It’s Literally a Walk in the Park – Why would you Not? Parkrun: A Review

Parkrun. You may have heard of it; you may have not.

It is a weekly event all across the country where you can run or walk a 5k with your friends and be a part of an incredibly fast-growing community. It is that last word, community, that defines parkrun.

On Sunday 18th April, I went to Eaton Park to speak to co-event director Jo Phillips about what both what parkrun could do for you, and what you could do for parkrun (to paraphrase JFK).

When asked to describe parkrun in as few words as possible, Jo had this to say:

“Well, it’s a free run in the park but it’s a community-based event. You make friends, it can be a life-changing thing, you get a hell of a lot out of it if you start volunteering as well.”

Photo: Jo Phillips

To those that are thinking that ‘that sounds nice but I can’t run 5k’, allow me to reassure you. The mission statement for parkrun is ‘free forever, for everyone’ and the thing they’re most proud of is their average finish time. Whilst the record is 13 minutes, which is incredible, the average finish time has gone from 26 minutes, 5 years ago to around 30 minutes now.

Instinctively, this feels like a bad thing, but Jo made it very clear it is a thing to be proud of:

“Parkrun is really proud of that because that’s what they want; they want to engage with people who haven’t done any exercise before. Speedy runners will always come, it’s a great time trial opportunity for them. We want you to walk the whole way if it gets you involved.”

She could not stress enough how much of a variety of fitness levels they want, and indeed have, at a parkrun and how much that contributes to the great community feel. People may often be put off by the prospect of a 5k, but the walkers do it in around 50 minutes and if someone asked you to go on a walk for an hour, most people would be able to say yes, you feel.

It is the inclusiveness of this target audience that must be stressed; it is quite hard to quantify community spirit but the fact that the average participant goes on to complete 14.7 parkrun events feels like an excellent way to emphasise just how welcomed people feel here.

There may be some reading this who exercise a lot already but like the sound of parkrun; there may be some who aren’t interested in exercise; and there may be some who, for one reason or another, cannot exercise. All is not lost; parkrun would not survive if not for its army of volunteers.

When I was there, every single volunteer was smiling the entire time, as they helped with mapping the route, assisted people with their times and just added to the feel-good factor of the whole event. To be a volunteer, all you need to do is send them an email, the address for which you can find on their website. It’s that easy and I really do recommend it.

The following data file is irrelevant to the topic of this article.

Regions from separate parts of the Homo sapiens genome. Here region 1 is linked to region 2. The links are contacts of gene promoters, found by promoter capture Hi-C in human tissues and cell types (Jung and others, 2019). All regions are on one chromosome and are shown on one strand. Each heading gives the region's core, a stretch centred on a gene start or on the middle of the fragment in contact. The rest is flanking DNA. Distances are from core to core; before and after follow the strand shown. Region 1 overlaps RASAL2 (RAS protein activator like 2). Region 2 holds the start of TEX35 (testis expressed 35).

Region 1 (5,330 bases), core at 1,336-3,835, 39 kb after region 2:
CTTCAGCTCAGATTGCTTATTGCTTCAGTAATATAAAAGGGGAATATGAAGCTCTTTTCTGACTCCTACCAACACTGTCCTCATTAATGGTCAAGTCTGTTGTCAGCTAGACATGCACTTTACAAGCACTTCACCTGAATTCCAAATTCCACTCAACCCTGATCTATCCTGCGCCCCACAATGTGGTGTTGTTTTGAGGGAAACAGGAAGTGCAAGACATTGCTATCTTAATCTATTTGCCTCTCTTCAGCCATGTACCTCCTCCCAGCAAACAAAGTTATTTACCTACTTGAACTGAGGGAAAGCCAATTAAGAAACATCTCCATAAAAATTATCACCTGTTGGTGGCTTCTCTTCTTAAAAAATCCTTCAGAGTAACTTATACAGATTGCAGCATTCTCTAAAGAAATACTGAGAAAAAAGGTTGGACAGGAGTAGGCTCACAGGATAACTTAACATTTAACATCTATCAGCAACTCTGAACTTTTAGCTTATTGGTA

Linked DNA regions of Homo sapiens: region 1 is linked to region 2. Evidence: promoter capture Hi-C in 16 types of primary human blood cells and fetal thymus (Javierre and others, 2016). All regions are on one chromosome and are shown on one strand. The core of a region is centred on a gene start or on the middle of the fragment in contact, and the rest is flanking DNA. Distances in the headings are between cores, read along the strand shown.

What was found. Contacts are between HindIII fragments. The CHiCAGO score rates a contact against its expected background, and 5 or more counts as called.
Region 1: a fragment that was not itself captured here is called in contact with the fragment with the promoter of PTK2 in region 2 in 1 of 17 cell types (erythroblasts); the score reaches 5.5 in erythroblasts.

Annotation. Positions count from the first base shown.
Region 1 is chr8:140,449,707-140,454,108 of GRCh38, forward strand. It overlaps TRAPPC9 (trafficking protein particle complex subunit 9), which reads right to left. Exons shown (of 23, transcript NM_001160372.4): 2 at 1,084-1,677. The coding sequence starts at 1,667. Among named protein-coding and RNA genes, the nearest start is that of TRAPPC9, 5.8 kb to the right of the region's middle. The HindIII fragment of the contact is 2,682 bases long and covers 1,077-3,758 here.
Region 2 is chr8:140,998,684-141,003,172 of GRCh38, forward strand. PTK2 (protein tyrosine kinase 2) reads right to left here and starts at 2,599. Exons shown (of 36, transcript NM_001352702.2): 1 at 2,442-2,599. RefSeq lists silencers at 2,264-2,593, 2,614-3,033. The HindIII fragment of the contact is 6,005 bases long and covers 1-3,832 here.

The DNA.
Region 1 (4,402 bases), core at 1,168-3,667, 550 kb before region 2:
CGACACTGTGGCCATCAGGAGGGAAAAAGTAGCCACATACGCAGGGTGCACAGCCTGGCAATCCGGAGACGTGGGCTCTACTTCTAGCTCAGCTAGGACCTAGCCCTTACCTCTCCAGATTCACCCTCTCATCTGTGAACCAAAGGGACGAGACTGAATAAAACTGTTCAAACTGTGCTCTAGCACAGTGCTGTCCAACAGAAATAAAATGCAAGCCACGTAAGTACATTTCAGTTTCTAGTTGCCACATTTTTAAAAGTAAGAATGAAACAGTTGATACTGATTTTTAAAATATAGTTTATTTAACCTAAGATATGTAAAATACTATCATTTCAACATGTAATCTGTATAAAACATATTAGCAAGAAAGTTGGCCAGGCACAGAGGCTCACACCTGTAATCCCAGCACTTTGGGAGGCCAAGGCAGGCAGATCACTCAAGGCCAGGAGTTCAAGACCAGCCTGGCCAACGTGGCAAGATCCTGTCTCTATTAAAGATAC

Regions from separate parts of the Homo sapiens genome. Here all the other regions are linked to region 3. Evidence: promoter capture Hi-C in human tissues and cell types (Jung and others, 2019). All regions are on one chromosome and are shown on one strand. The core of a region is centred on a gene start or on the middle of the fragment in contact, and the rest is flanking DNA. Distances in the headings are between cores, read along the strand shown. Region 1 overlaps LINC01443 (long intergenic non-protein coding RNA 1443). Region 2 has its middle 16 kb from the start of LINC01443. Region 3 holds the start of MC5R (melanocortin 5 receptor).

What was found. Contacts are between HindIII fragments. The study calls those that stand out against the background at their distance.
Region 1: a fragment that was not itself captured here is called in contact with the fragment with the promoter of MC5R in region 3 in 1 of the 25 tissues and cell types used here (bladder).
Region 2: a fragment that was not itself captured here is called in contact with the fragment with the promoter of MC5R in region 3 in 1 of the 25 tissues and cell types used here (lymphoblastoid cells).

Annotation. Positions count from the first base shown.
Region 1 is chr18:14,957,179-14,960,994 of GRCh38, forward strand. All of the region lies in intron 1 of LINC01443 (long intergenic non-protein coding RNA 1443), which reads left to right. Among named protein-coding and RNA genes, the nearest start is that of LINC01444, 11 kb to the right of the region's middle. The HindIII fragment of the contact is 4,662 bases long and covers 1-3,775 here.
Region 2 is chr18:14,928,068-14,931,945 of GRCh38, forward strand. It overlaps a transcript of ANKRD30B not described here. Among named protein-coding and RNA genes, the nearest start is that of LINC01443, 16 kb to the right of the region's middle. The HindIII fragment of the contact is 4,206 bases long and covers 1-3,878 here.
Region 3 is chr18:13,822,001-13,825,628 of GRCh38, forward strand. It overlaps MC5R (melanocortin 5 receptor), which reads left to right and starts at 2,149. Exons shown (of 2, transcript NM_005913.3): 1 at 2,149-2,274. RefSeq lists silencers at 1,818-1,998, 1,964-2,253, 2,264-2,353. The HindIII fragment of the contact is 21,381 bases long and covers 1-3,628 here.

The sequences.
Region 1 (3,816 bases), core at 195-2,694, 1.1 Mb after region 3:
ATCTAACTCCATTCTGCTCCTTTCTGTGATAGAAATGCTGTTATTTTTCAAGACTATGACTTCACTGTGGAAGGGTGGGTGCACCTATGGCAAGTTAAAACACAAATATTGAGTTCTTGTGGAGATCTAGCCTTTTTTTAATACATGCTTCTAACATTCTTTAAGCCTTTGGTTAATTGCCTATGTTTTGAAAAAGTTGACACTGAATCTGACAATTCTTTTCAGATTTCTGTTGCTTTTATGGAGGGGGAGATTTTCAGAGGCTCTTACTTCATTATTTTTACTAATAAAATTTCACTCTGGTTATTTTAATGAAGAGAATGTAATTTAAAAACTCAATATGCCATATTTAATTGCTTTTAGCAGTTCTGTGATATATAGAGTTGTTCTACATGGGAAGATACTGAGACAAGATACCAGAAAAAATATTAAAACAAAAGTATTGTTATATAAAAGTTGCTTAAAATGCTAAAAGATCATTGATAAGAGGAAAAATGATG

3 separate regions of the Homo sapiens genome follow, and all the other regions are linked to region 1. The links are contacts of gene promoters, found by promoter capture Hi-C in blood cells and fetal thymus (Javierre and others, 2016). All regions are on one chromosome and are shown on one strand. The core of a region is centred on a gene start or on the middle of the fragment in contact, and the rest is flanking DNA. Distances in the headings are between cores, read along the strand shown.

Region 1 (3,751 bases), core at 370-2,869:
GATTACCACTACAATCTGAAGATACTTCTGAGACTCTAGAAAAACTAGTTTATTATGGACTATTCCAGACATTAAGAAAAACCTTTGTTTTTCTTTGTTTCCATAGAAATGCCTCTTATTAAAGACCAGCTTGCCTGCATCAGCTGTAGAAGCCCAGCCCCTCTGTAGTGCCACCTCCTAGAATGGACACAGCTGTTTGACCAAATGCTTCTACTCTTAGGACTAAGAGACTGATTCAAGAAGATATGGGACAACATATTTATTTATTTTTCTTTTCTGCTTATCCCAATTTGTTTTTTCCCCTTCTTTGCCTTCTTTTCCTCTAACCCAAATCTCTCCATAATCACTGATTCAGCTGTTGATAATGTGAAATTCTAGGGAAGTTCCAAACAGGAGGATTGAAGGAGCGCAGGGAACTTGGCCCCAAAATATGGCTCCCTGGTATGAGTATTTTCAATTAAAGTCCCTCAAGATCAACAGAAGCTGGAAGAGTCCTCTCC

Why do you recommend it though? Isn’t it just a lot of standing around? Well, yes but that brings me on to a very important part of my discussion with Jo:

“It’s [the benefit of parkrun towards mental health] massive! If you’re struggling with your mental health, all of the things that would be recommended: go out and get some fresh air, go and connect with people, give back. All of the things that are frequently listed as ways of helping are present at parkrun.”

This can apply to both volunteering and taking part in the run itself.

There is actually a parkrun at Colney Lane, set up by UEA’s very own Professor Ian Edwards, that Jo would love to get more students involved in. Whether it’s because you enjoy running, or you can see the potential benefits towards your mental health of exercise and meeting new people, it really is something to consider. This may sound scary, but I lack the skill as a writer to express just how welcomed I felt whilst there; you’ll just have to take my word for it.

I feel a point to end on would be what I noticed as I watched the junior parkrun itself. As the first finishers crossed the line, I heard one run over to his dad and say:

“I guarantee I’m going to get a PB!”

Later on, when some of the younger children came around hand-in-hand with their parents, I heard one saying:

 “That was so much fun, daddy!”

It is this spectrum of appeal that makes parkrun so special. Some reading this can use it as a time trial each week; some can use it as a way to improve their fitness; some can use it simply to get out the house and some will be able to reap the rewards of enabling everyone else to do all of these things, through their selfless volunteering.

I really cannot urge you enough to try parkrun.

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Chris Price

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June 2022
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